Londoners needing to grab some sausage and mash (cash) from their rattle and tank (bank) when they’re out and about in the East End are now in luck. Cockney cash machines have been launched across the London district to celebrate the local lingo.
Customers will be asked to enter their Huckleberry Flynn (PIN), and choose between options like: viewing their balance on the Charlie Sheen (screen) or taking out a speckled hen (£10).
If people find the slang language is making them use their loaf (head) a bit too much, they can switch back to plain old English, the makers the ATMs said in a press release.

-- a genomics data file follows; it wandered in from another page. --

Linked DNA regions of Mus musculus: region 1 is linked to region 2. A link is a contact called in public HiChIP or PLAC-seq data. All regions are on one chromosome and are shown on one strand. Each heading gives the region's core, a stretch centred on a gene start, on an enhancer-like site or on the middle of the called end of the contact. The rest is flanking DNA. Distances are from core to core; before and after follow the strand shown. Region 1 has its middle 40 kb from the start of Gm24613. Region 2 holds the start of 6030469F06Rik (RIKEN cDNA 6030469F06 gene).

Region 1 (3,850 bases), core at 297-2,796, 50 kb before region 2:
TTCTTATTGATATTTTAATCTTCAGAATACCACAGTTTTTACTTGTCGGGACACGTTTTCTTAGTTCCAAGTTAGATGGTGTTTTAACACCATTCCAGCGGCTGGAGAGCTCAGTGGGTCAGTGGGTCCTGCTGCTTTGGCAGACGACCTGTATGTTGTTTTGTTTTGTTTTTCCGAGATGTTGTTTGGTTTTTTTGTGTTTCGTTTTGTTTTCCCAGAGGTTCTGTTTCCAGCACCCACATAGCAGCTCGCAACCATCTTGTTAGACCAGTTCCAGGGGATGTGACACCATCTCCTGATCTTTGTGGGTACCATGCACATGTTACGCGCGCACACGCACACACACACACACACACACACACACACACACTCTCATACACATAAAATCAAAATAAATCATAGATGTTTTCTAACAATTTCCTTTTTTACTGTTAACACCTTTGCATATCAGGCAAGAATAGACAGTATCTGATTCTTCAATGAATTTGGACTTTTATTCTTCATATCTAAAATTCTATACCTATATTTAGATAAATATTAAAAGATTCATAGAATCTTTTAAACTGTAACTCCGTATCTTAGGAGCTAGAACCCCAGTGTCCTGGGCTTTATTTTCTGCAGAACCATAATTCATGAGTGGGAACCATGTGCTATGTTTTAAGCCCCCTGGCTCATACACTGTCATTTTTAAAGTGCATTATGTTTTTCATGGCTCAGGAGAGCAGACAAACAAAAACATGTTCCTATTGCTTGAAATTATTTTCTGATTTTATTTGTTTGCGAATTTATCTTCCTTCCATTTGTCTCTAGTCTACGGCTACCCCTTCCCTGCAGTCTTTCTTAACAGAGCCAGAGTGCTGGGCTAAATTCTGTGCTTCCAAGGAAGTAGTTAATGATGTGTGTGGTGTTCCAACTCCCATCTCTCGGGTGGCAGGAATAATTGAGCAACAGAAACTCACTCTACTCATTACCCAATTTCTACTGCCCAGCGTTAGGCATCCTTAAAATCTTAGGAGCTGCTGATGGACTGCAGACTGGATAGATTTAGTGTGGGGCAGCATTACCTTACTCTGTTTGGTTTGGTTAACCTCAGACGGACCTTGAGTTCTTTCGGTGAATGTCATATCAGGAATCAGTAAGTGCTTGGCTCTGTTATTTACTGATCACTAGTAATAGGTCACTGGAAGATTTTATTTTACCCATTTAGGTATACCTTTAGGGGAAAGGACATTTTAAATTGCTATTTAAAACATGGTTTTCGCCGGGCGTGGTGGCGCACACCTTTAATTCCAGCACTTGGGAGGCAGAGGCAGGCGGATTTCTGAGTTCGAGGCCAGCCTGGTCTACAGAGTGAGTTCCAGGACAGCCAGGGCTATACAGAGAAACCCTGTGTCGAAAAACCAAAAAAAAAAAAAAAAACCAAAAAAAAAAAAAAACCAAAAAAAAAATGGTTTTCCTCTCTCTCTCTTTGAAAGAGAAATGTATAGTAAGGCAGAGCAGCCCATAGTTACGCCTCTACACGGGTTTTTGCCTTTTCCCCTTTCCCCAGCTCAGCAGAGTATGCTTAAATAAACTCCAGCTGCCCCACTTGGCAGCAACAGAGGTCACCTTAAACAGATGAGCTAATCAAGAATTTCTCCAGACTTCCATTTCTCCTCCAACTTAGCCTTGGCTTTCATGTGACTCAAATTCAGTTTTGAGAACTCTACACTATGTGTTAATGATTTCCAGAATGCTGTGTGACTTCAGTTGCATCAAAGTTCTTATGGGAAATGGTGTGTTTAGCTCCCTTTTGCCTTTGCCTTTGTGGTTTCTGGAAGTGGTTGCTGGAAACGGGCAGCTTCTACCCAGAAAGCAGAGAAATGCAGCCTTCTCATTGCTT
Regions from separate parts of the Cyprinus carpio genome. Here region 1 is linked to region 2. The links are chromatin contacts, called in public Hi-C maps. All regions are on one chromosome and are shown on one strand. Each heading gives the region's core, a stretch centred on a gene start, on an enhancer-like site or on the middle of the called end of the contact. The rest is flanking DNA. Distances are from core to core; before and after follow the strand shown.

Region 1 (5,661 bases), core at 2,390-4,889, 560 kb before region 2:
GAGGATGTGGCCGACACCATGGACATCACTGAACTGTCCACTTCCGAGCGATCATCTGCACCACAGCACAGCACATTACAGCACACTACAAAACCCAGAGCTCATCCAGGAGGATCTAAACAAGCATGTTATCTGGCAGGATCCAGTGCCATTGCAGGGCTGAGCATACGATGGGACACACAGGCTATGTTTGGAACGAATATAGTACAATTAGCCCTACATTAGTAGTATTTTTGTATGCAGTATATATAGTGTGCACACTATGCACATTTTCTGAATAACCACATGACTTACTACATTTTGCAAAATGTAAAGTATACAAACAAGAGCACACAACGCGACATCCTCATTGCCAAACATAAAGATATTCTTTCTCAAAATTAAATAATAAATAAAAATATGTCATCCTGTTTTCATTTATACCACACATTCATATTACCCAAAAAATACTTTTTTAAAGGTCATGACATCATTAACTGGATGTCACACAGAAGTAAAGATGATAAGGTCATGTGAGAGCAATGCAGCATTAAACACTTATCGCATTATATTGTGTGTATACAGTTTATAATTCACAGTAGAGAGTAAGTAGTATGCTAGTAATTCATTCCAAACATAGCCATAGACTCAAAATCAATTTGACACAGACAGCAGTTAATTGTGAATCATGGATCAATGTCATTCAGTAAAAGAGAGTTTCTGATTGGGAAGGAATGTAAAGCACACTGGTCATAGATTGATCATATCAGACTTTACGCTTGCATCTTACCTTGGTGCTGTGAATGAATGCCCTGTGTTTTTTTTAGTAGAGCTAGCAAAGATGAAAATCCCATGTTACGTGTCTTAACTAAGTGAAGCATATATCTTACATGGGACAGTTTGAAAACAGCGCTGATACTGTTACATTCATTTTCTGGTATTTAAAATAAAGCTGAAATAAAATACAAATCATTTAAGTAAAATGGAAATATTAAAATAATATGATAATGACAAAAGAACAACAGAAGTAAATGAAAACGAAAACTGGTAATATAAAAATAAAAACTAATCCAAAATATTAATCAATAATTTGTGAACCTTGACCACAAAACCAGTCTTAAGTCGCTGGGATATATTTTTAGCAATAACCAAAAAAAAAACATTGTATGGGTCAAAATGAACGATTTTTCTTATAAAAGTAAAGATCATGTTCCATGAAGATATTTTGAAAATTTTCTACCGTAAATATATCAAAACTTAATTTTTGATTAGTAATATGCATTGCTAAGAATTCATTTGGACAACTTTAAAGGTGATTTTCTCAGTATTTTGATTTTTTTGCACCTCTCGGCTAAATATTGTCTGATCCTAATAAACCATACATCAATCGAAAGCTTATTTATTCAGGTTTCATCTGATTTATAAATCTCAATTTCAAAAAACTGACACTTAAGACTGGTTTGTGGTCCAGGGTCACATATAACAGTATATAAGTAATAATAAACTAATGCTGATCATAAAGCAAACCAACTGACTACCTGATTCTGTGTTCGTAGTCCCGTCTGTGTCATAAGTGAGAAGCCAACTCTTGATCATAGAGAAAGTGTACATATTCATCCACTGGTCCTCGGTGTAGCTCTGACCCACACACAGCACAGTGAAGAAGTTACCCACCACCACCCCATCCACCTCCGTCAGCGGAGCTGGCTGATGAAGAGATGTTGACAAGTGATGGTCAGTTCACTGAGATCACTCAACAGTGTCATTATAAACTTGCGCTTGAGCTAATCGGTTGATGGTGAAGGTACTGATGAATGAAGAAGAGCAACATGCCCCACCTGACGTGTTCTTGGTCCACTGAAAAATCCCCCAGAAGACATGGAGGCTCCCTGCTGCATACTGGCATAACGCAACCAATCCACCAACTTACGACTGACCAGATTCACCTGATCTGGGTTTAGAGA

“We wanted to introduce something fun and of local interest to our London machines … this is the first time a financial services provider will have recognized the cockney language in such a manner,” said Ron Delnevo, managing director of Bank Machine.
The Cockney option will be available on selected ATMs run by Bank Machine for the next three months.
Very few Londoners still use Cockney rhyming slang, but the practice has long caught the imagination of writers and filmmakers, from Charles Dickens’ ‘Oliver Twist’ to the popular UK soap opera EastEnders.
One bona fide Cockney told the BBC that the move was just a gimmick.
“Real Cockneys don’t have bank accounts or all that palava,” he said. “They put it under the mattress,” Roy Parker, 62, told the BBC while next to a Cockney cash machine in Hackney.